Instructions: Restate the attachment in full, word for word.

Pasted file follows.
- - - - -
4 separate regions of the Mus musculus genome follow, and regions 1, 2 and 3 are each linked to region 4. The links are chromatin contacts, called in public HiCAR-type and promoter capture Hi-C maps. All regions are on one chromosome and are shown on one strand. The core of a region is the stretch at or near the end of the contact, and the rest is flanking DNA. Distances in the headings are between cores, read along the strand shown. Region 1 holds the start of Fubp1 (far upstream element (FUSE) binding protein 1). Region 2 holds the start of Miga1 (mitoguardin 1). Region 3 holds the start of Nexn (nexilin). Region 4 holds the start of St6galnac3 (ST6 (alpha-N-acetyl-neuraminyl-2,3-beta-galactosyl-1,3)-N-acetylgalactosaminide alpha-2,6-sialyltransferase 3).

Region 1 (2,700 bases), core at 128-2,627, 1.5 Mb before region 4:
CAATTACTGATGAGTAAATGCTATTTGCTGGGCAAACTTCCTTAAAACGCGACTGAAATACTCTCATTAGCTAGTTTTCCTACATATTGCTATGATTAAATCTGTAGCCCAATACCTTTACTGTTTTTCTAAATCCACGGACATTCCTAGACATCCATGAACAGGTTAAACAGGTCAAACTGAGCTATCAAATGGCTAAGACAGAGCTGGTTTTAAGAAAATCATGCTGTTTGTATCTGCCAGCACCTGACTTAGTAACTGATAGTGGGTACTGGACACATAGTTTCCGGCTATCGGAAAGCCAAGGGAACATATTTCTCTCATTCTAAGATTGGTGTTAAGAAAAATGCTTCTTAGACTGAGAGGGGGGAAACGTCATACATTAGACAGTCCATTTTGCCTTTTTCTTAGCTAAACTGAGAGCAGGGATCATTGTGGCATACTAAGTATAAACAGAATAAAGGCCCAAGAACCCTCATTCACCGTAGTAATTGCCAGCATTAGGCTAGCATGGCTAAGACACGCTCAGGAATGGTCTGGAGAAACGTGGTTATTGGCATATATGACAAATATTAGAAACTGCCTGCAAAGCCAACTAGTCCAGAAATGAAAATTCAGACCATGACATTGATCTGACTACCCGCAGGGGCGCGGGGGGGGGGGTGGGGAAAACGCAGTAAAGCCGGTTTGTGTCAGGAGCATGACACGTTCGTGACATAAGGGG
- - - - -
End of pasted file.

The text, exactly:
4 separate regions of the Mus musculus genome follow, and regions 1, 2 and 3 are each linked to region 4. The links are chromatin contacts, called in public HiCAR-type and promoter capture Hi-C maps. All regions are on one chromosome and are shown on one strand. The core of a region is the stretch at or near the end of the contact, and the rest is flanking DNA. Distances in the headings are between cores, read along the strand shown. Region 1 holds the start of Fubp1 (far upstream element (FUSE) binding protein 1). Region 2 holds the start of Miga1 (mitoguardin 1). Region 3 holds the start of Nexn (nexilin). Region 4 holds the start of St6galnac3 (ST6 (alpha-N-acetyl-neuraminyl-2,3-beta-galactosyl-1,3)-N-acetylgalactosaminide alpha-2,6-sialyltransferase 3).

Region 1 (2,700 bases), core at 128-2,627, 1.5 Mb before region 4:
CAATTACTGATGAGTAAATGCTATTTGCTGGGCAAACTTCCTTAAAACGCGACTGAAATACTCTCATTAGCTAGTTTTCCTACATATTGCTATGATTAAATCTGTAGCCCAATACCTTTACTGTTTTTCTAAATCCACGGACATTCCTAGACATCCATGAACAGGTTAAACAGGTCAAACTGAGCTATCAAATGGCTAAGACAGAGCTGGTTTTAAGAAAATCATGCTGTTTGTATCTGCCAGCACCTGACTTAGTAACTGATAGTGGGTACTGGACACATAGTTTCCGGCTATCGGAAAGCCAAGGGAACATATTTCTCTCATTCTAAGATTGGTGTTAAGAAAAATGCTTCTTAGACTGAGAGGGGGGAAACGTCATACATTAGACAGTCCATTTTGCCTTTTTCTTAGCTAAACTGAGAGCAGGGATCATTGTGGCATACTAAGTATAAACAGAATAAAGGCCCAAGAACCCTCATTCACCGTAGTAATTGCCAGCATTAGGCTAGCATGGCTAAGACACGCTCAGGAATGGTCTGGAGAAACGTGGTTATTGGCATATATGACAAATATTAGAAACTGCCTGCAAAGCCAACTAGTCCAGAAATGAAAATTCAGACCATGACATTGATCTGACTACCCGCAGGGGCGCGGGGGGGGGGGTGGGGAAAACGCAGTAAAGCCGGTTTGTGTCAGGAGCATGACACGTTCGTGACATAAGGGG